The average return for Industry Super Funds was -3.1% decline for the year. Given what has occurred in the past six months for listed equity and bond markets, it’s actually a good result, almost too good to be true. In fact, it may well be too good to be true.
The MSCI global index, which measures the performance of stocks in 47 countries, plunged 20.6 per cent in the June half. That’s the worst performance since the measure was established in 1990. Small to mid-sized companies fell even more.
Technology stocks have been among the hardest hit, with many of the big American names down by more than 30% and some fell double that. Netflix had fallen by a massive 72% at its low point in mid-June and cryptocurrencies were down a whopping 61 per cent.
Bonds were not immune either. The most heavily traded global bond (which also happens to be the global interest rate benchmark) is the US government 10-year bond. It’s just notched up its worst performance since 1788.
So why have Industry Super Funds held up so well?
That’s where the magic of valuations enters the equation. Assets that are actively traded on open markets like listed property, stocks and bonds are easy to value. The prices change daily as buyers and sellers battle it out and it is easy to put a number on their worth.
But Industry Super Funds have large investments in assets and companies that aren’t listed or traded out in the open. And so, valuing them becomes an arbitrary process – a matter of opinion.
These behemoths, after vacuuming up a large chunk of the world’s available infrastructure, also began to look at a whole range of other assets such as direct property, unlisted companies, new ventures and a range of alternative assets managed by what’s known as hedge funds and venture capital firms.
Many of Australia’s largest Industry super funds have tipped around a quarter of member’s cash into these unlisted and alternative investments. This is not typical for the average “Balanced” fund managed by a financial adviser.
As most of these investments are not listed on public markets, their values are deemed to be stable. And that’s where the logic begins to blur. For if the unit prices of listed property trusts and listed companies collapse, shouldn’t it make sense that there be a corresponding downturn in the value of unlisted property and unlisted companies?
Let’s see how this magic works
For the past few years, Melanie Perkins, Cliff Obrecht and Cameron Adams have been feted as the young lions of Australian business.
In a little over a decade, the online graphic design outfit they created, Canva, has become a global phenomenon with claims it had built a customer base of more than 75 million in 190 countries — a feat that catapulted them into the rich lists.
The company isn’t listed on public stock exchanges. It instead has funded its growth by raising money from private investors, including our large Industry Super Funds.
In September last year, some Canva investors said its value had doubled in just a few months to a whopping $58 billion, making it worth more than Telstra. In the wake of Wall Street’s tech wreck this year, however, that has plunged. The problem is that no one can agree on just how far its value has fallen. Some say it’s now worth $25 billion, others say it’s worth more. Another investment firm, Franklin Templeton, publicly slashed the value of its stake in the company. Others haven’t or, if they have, are keeping quiet.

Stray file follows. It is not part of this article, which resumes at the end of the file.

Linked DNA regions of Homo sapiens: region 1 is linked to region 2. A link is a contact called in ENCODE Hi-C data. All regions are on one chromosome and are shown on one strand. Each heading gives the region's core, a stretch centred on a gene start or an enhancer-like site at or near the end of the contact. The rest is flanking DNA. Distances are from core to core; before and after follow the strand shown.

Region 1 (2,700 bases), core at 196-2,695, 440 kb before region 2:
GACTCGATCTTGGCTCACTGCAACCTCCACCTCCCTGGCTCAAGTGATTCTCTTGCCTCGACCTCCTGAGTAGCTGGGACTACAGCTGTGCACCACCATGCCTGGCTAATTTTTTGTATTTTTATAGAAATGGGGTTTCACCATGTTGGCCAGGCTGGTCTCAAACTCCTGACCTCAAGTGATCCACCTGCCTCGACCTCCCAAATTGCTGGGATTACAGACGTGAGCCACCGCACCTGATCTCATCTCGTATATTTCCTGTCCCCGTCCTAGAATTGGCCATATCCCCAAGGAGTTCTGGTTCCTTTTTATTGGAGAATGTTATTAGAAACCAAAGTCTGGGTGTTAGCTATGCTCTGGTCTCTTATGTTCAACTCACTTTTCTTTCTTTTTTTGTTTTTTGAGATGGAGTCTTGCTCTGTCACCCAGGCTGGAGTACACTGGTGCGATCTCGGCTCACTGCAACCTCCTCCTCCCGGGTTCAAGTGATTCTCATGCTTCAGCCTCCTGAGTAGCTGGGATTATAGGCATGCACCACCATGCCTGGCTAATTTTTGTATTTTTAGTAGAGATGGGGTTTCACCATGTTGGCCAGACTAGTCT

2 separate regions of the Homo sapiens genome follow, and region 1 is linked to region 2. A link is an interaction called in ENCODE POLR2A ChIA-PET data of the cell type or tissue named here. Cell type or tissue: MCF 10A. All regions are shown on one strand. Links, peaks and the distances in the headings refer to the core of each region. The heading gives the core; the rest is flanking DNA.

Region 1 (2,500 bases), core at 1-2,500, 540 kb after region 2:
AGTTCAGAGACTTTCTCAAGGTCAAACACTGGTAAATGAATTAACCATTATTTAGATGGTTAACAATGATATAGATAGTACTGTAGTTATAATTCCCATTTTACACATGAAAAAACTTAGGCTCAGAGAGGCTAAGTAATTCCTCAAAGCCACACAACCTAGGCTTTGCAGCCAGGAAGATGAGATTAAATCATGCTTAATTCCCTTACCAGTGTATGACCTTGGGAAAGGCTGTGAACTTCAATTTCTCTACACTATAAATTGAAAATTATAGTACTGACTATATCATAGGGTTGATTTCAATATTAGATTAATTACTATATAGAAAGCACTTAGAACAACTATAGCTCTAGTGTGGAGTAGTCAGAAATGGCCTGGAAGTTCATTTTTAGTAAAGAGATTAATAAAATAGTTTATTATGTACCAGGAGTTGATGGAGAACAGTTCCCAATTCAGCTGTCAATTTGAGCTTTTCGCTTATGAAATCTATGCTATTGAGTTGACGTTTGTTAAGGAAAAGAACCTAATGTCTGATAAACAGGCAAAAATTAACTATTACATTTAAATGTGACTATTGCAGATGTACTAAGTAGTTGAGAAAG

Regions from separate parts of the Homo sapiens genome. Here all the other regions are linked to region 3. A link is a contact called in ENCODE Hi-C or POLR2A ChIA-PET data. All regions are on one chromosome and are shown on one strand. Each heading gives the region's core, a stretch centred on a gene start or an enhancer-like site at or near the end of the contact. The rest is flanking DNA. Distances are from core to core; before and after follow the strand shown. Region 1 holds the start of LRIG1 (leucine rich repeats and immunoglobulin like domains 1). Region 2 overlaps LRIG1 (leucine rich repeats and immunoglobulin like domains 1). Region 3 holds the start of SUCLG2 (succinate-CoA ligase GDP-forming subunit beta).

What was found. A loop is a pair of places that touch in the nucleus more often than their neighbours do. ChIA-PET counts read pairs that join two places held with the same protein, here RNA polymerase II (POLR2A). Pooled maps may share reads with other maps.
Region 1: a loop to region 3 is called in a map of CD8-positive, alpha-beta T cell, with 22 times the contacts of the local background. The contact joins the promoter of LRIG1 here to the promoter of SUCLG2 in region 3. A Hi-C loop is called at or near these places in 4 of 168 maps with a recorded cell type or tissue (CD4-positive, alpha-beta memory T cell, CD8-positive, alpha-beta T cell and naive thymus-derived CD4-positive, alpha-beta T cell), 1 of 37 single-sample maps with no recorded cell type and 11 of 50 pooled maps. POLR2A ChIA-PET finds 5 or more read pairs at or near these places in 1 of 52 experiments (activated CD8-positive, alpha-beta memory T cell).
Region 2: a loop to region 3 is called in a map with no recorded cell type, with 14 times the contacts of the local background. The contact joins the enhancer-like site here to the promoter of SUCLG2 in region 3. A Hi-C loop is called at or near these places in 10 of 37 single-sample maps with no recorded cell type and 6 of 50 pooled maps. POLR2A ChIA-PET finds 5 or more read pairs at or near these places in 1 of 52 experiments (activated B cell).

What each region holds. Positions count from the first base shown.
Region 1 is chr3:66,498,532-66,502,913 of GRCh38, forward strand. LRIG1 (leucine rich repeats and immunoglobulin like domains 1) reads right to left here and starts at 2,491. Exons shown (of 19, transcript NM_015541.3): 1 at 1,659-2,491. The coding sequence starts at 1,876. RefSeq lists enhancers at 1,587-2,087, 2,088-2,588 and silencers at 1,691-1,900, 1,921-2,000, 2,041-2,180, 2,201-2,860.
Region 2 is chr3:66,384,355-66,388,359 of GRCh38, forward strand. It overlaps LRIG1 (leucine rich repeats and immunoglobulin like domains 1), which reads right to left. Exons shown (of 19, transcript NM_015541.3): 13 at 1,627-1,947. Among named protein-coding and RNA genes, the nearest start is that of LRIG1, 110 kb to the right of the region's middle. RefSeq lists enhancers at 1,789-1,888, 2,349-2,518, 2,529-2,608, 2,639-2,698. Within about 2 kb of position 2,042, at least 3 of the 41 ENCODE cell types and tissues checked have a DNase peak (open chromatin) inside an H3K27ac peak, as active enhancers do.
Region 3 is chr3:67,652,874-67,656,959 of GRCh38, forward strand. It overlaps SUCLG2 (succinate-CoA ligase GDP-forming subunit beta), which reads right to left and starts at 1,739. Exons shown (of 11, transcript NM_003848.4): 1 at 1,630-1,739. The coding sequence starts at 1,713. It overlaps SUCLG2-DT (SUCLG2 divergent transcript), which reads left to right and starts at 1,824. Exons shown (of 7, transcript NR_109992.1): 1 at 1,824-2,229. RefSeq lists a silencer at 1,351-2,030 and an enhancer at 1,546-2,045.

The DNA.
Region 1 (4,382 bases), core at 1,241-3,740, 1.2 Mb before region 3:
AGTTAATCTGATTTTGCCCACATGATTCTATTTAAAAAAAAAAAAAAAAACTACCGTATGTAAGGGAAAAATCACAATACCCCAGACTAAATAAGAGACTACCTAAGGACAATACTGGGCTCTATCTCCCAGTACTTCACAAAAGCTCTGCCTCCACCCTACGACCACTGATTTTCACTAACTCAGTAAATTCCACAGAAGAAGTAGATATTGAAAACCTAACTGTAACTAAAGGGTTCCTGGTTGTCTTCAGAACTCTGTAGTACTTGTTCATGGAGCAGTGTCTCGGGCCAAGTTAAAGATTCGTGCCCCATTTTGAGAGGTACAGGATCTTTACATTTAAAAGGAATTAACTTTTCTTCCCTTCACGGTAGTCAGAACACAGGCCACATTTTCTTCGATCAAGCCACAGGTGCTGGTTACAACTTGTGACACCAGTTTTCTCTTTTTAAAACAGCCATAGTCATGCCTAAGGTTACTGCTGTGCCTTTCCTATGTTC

Two of the largest Industry Super funds, Hostplus and Aware, will not reveal their valuations. But it appears Hostplus has outsiders running the ruler over its unlisted investments – of which there are several thousand – while Aware values them internally. This places an opaque veil over a large slab of Industry Super fund performance.
Now you might ask – wouldn’t there be a conflict of interest to value the assets you manage on behalf of others internally? Imagine the back-lash if financial advisers were able to value client’s assets internally.
It is that lack of transparency that should have regulators concerned.
How to inflate your performance – and your ego
That begs the question. How much of the gains and losses in Industry Super funds are plucked from thin air?
One of the easiest ways for venture capital firms to talk up their book is to tip in, say, $10 million for a 10 per cent stake in a start-up. A few months later, if everything is going well, it may opt to inject more money. This time, however, it might invest $10 million for just a 5 per cent stake.
Why would you do that? It sounds like you’re short-changing yourself.
Well, no. Not if you look at it in reverse. Rather than say it has received only half the shares for the same amount of cash, the venture capital group instead says that its original investment has doubled. It’s earned itself a 100% return on that first tranche.
The investors in its funds, including our Industry Super funds, are ecstatic! A couple of months later, it does the same. And so on. Ever greater profits, all miraculously achieved through a multi-billion dollar thimble and pea trick.
What happens, however, when things turn sour?
The answer is, we don’t know. But perhaps it’s time we did.